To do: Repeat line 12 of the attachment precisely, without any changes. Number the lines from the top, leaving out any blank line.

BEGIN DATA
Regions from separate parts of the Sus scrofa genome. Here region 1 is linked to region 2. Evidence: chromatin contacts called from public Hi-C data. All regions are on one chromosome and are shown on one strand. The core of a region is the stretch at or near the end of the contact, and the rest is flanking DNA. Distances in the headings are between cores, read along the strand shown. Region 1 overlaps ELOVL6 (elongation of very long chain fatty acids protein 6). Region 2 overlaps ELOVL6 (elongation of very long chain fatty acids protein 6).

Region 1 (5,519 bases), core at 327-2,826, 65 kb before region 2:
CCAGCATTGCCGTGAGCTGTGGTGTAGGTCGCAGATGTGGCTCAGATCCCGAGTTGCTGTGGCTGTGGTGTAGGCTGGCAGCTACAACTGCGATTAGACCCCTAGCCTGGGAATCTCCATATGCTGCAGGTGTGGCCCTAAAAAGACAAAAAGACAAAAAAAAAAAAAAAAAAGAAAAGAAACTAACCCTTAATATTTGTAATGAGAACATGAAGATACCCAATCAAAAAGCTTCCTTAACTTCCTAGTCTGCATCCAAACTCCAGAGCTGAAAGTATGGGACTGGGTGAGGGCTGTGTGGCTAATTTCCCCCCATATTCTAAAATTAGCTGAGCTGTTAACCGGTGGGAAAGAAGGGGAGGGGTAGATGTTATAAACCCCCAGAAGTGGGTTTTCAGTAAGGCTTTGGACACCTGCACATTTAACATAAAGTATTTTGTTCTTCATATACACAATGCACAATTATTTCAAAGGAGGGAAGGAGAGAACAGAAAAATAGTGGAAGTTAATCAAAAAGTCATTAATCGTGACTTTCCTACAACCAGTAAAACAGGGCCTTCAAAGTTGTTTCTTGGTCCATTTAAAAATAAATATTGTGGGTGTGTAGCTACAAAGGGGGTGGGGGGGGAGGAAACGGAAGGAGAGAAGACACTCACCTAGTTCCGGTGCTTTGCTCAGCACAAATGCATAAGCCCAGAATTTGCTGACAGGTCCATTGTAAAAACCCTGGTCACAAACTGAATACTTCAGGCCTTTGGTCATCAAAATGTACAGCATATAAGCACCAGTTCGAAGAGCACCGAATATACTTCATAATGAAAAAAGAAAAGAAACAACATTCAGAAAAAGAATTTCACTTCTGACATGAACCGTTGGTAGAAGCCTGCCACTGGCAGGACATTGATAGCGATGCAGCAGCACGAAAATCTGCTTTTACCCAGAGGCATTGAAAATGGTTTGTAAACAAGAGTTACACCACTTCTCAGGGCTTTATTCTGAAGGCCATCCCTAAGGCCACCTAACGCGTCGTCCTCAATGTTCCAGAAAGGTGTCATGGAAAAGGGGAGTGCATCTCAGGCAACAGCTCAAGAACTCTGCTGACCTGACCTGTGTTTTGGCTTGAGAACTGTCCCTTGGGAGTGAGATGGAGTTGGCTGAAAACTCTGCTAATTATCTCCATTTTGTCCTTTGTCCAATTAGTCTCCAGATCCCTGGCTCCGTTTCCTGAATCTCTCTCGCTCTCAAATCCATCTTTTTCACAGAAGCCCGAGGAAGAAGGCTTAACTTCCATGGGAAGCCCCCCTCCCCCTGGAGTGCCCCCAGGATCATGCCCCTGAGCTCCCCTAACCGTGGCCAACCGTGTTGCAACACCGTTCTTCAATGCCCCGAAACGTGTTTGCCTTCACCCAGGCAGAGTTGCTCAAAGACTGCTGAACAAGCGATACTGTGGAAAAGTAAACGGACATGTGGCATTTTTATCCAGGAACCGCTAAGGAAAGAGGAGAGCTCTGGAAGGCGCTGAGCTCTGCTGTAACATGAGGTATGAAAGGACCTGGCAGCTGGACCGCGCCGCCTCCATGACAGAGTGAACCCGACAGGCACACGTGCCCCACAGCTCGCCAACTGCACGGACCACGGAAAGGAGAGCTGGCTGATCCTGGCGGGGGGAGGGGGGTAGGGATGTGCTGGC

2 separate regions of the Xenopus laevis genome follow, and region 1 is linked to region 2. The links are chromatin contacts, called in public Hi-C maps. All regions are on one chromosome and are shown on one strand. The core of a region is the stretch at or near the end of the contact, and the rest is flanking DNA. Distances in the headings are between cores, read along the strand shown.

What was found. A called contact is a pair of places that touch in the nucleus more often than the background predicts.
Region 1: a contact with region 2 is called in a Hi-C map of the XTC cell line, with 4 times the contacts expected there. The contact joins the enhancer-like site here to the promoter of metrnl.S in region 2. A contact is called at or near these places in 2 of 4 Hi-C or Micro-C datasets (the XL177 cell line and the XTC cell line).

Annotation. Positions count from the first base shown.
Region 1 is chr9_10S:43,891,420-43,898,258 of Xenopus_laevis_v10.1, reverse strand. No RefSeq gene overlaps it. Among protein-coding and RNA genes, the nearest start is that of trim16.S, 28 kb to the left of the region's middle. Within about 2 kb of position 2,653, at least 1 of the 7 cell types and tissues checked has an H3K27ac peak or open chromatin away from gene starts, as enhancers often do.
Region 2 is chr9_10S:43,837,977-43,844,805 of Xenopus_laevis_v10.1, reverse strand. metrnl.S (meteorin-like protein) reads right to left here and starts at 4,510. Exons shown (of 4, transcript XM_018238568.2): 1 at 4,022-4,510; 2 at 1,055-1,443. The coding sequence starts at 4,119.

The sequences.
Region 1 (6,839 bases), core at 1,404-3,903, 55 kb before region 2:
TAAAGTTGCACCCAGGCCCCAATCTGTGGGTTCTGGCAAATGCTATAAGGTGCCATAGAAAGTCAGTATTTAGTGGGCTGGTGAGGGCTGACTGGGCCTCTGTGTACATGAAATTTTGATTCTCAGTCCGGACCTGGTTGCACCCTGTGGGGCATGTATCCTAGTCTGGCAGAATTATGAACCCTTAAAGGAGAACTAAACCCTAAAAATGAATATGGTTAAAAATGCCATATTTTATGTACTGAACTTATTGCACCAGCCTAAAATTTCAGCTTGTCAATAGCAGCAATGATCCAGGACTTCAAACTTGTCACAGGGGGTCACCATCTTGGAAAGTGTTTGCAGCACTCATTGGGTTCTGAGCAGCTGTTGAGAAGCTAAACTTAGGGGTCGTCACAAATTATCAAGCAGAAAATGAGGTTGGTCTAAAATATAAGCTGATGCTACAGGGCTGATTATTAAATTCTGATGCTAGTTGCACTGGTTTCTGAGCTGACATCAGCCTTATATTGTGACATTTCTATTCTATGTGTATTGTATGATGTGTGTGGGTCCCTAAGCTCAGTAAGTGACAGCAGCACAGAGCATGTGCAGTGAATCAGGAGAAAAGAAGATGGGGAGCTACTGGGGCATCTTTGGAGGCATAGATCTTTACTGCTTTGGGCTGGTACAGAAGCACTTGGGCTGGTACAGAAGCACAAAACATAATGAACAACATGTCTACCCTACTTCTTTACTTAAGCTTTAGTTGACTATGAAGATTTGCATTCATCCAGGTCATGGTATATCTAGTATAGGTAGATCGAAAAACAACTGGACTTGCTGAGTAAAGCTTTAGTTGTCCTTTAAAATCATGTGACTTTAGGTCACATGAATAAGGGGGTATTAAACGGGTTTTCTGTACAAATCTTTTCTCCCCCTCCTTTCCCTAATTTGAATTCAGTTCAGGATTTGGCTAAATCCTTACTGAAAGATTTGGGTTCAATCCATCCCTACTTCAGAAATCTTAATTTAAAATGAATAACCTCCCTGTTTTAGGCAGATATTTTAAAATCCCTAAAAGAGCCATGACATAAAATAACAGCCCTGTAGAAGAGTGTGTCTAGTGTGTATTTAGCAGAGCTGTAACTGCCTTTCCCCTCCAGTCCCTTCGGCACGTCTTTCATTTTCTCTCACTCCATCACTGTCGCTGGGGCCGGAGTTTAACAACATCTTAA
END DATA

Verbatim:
TAAAGTTGCACCCAGGCCCCAATCTGTGGGTTCTGGCAAATGCTATAAGGTGCCATAGAAAGTCAGTATTTAGTGGGCTGGTGAGGGCTGACTGGGCCTCTGTGTACATGAAATTTTGATTCTCAGTCCGGACCTGGTTGCACCCTGTGGGGCATGTATCCTAGTCTGGCAGAATTATGAACCCTTAAAGGAGAACTAAACCCTAAAAATGAATATGGTTAAAAATGCCATATTTTATGTACTGAACTTATTGCACCAGCCTAAAATTTCAGCTTGTCAATAGCAGCAATGATCCAGGACTTCAAACTTGTCACAGGGGGTCACCATCTTGGAAAGTGTTTGCAGCACTCATTGGGTTCTGAGCAGCTGTTGAGAAGCTAAACTTAGGGGTCGTCACAAATTATCAAGCAGAAAATGAGGTTGGTCTAAAATATAAGCTGATGCTACAGGGCTGATTATTAAATTCTGATGCTAGTTGCACTGGTTTCTGAGCTGACATCAGCCTTATATTGTGACATTTCTATTCTATGTGTATTGTATGATGTGTGTGGGTCCCTAAGCTCAGTAAGTGACAGCAGCACAGAGCATGTGCAGTGAATCAGGAGAAAAGAAGATGGGGAGCTACTGGGGCATCTTTGGAGGCATAGATCTTTACTGCTTTGGGCTGGTACAGAAGCACTTGGGCTGGTACAGAAGCACAAAACATAATGAACAACATGTCTACCCTACTTCTTTACTTAAGCTTTAGTTGACTATGAAGATTTGCATTCATCCAGGTCATGGTATATCTAGTATAGGTAGATCGAAAAACAACTGGACTTGCTGAGTAAAGCTTTAGTTGTCCTTTAAAATCATGTGACTTTAGGTCACATGAATAAGGGGGTATTAAACGGGTTTTCTGTACAAATCTTTTCTCCCCCTCCTTTCCCTAATTTGAATTCAGTTCAGGATTTGGCTAAATCCTTACTGAAAGATTTGGGTTCAATCCATCCCTACTTCAGAAATCTTAATTTAAAATGAATAACCTCCCTGTTTTAGGCAGATATTTTAAAATCCCTAAAAGAGCCATGACATAAAATAACAGCCCTGTAGAAGAGTGTGTCTAGTGTGTATTTAGCAGAGCTGTAACTGCCTTTCCCCTCCAGTCCCTTCGGCACGTCTTTCATTTTCTCTCACTCCATCACTGTCGCTGGGGCCGGAGTTTAACAACATCTTAA